Table 2 and Figure I of the online Appendix present the different diagnostic and treatment costs of stage I to III patients. The mean 3-year costs for these stages across the set of sites was €11,471, mean total costs for these early stages differing by site, from the lowest costs for PC (€8629) to the highest for BC (€13,727), LC and CRC having intermediate mean costs (€12,024 and €11,323 respectively). The largest cost component was surgery and followed by chemotherapy. Table 3 shows the costs associated with stage IV disease over a 3-year follow-up. When classified by site, the raw costs followed the same pattern: BC being the most expensive (€20,690), followed by CRC (€19,423), LC (€13,503) and PC (€10,427).

Table 2.

Mean 3-year costs disaggregated by diagnosis, treatment and follow-up and by site in patients with stage I to III cancer.

  Colorectal  Breast  Prostate  Lung 
Stage I  N=1,714  N=2,377  N=760  N=728 
Initial costs  €7,754  €10,519  €6,284  €9,814 
Diagnosis cost  €1,100  €251  €950  €1,981 
Surgery cost  €4,961  €4,094  €3,859  €5,860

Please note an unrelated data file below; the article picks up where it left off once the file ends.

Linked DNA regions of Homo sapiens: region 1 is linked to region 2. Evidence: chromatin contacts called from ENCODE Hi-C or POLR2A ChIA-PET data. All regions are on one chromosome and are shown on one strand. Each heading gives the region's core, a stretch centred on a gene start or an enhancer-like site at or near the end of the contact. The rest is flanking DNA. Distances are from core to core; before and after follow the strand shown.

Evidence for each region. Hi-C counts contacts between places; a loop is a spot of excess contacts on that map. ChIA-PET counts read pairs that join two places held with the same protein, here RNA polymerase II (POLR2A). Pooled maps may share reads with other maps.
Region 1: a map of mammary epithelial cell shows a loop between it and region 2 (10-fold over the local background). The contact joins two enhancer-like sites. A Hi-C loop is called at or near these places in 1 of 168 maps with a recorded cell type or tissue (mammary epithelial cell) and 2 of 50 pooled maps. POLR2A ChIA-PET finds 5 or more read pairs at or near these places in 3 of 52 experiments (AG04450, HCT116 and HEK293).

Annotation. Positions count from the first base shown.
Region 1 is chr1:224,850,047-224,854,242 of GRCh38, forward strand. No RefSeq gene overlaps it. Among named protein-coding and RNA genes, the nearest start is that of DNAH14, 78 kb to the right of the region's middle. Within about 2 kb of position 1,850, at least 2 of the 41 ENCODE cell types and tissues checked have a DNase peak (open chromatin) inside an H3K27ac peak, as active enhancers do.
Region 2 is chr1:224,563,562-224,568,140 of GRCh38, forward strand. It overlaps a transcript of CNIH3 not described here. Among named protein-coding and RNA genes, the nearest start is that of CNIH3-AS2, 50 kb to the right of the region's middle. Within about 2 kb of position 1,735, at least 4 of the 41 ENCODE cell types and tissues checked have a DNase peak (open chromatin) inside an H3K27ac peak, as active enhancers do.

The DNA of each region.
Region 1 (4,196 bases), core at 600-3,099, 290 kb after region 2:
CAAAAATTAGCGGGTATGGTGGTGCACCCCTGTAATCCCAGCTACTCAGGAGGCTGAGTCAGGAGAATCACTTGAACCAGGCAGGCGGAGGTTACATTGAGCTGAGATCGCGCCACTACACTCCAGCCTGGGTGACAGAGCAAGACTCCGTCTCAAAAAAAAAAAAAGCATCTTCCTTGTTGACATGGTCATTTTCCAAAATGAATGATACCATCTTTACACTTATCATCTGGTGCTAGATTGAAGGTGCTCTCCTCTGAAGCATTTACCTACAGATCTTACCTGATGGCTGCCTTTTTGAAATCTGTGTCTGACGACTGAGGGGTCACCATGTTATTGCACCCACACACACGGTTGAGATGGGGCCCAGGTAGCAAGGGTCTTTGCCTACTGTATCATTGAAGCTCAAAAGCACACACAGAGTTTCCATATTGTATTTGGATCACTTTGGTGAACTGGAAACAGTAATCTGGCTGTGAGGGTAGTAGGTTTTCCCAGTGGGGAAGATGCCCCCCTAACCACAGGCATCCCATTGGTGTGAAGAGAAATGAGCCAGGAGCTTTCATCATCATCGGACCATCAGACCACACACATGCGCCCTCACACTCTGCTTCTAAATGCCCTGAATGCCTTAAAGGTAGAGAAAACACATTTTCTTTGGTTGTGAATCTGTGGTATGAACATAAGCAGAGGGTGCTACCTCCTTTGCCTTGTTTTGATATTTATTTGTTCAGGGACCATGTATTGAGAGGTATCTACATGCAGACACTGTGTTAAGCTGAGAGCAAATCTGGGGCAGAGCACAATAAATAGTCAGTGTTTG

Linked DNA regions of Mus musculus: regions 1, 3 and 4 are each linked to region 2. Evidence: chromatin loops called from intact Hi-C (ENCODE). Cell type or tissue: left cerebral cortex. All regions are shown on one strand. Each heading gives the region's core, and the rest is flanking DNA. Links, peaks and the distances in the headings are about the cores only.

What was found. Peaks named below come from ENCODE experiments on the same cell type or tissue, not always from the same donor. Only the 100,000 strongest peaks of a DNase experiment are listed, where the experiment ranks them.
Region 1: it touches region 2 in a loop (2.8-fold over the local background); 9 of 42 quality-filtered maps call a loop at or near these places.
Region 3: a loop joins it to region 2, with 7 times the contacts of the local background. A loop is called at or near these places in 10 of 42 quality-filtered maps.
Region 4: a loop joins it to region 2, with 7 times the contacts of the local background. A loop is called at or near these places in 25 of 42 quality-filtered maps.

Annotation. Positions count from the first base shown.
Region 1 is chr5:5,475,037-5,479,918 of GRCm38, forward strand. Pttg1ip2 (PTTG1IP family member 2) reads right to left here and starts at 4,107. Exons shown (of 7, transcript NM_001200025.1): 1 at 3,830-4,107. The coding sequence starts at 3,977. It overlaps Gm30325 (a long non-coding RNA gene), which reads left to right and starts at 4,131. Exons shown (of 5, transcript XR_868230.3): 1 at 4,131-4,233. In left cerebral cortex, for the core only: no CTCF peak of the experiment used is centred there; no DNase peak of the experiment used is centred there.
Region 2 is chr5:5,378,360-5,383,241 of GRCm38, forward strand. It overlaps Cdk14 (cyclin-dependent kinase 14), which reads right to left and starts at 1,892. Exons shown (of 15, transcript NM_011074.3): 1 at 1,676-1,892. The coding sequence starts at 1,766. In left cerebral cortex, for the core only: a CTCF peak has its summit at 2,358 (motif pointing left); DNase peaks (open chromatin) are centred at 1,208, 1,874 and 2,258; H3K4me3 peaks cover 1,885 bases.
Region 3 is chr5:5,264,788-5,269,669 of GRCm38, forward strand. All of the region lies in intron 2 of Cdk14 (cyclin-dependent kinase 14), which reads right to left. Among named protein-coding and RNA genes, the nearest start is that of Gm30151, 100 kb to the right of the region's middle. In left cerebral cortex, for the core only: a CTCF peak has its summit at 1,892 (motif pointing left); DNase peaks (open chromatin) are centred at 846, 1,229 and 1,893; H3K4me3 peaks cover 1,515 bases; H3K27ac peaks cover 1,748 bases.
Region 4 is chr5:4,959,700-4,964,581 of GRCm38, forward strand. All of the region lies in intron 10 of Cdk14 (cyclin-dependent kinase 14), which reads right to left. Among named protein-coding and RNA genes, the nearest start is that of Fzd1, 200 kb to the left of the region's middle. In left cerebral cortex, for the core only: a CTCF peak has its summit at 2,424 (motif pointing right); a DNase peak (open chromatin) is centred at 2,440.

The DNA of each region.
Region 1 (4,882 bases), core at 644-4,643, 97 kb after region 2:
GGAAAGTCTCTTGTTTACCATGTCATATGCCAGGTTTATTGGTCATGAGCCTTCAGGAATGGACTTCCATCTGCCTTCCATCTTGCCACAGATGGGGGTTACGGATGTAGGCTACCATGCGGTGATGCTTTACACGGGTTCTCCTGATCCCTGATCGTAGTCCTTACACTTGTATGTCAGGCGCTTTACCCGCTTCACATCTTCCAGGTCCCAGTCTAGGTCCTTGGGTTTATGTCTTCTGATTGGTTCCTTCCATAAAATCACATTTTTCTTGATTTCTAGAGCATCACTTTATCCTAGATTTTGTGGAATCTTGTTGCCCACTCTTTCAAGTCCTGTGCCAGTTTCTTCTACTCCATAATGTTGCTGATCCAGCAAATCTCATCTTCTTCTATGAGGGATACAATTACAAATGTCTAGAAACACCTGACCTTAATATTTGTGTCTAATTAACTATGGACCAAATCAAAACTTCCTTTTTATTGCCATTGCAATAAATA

Radiotherapy cost  €457  €2,330  €1,262  €1,203 
Chemotherapy cost  €1,236  €3,844  €214  €771 
Follow-up costs  €2,688  €3,045  €1,774  €2,469 
Hormonotherapy cost  - €  €691  €110  - € 
Three-year total costs  €10,442  €13,564  €8,058  €12,283 
Stage II  N=2,106  N=2,007  N=2,613  N=441 
Initial costs  €8,494  €10,515  €6,999  €10,172 
Diagnosis cost  €1,128  €256  €961  €2,029 
Surgery cost  €5,549  €4,204  €4,436  €6,260 
Radiotherapy cost  €534  €2,310  €1,349  €1,170 
Chemotherapy cost  €1,283  €3,746  €253  €713 
Follow-up costs  €3,159  €3,140  €1,715  €2,543 
Hormonotherapy cost  - €  €625  €92  - € 
Three-year total costs  €11,653  €13,655  €8,714  €12,715 
Stage III  N=2,231  N=785  N=916  N=1,400 
Initial costs  €8,260  €11,087  €6,841  €9,841 
Diagnosis cost  €1,033  €316  €791  €2,143 
Surgery cost  €5,409  €4,324  €4,469  €5,602 
Radiotherapy cost  €463  €2,382  €1,335  €1,089 
Chemotherapy cost  €1,355  €4,065  €245  €1,008 
Follow-up costs  €3,428  €3,315  €2,121  €1,830 
Hormonotherapy cost  - €  €613  €360  - € 
Three-year total costs  €11,688  €14,402  €8,862  €11,671 
Table 3.

Mean 3-year costs of stage IV patients stratified by site and disaggregated by diagnosis and type of treatment.

  Colorectal  Breast  Prostate  Lung 
  N=1,750  N=361  N=513  N=3,080 
Diagnosis cost  €1,215  €739  €1,557  €2,779 
In-hospitalizations  €6,734  €6,132  €5,074  €5,924 
Radiotherapy cost  €454  €2,420  €1,248  €1,211 
Chemotherapy cost  €10,059  €9,145  €705  €3,173 
Hormonotherapy cost  €923  €771 
Follow-up consultations and emergency room  €961  €1,331  €1,072  €416 
Three-year total costs  €19,423  €20,690  €10,427  €13,503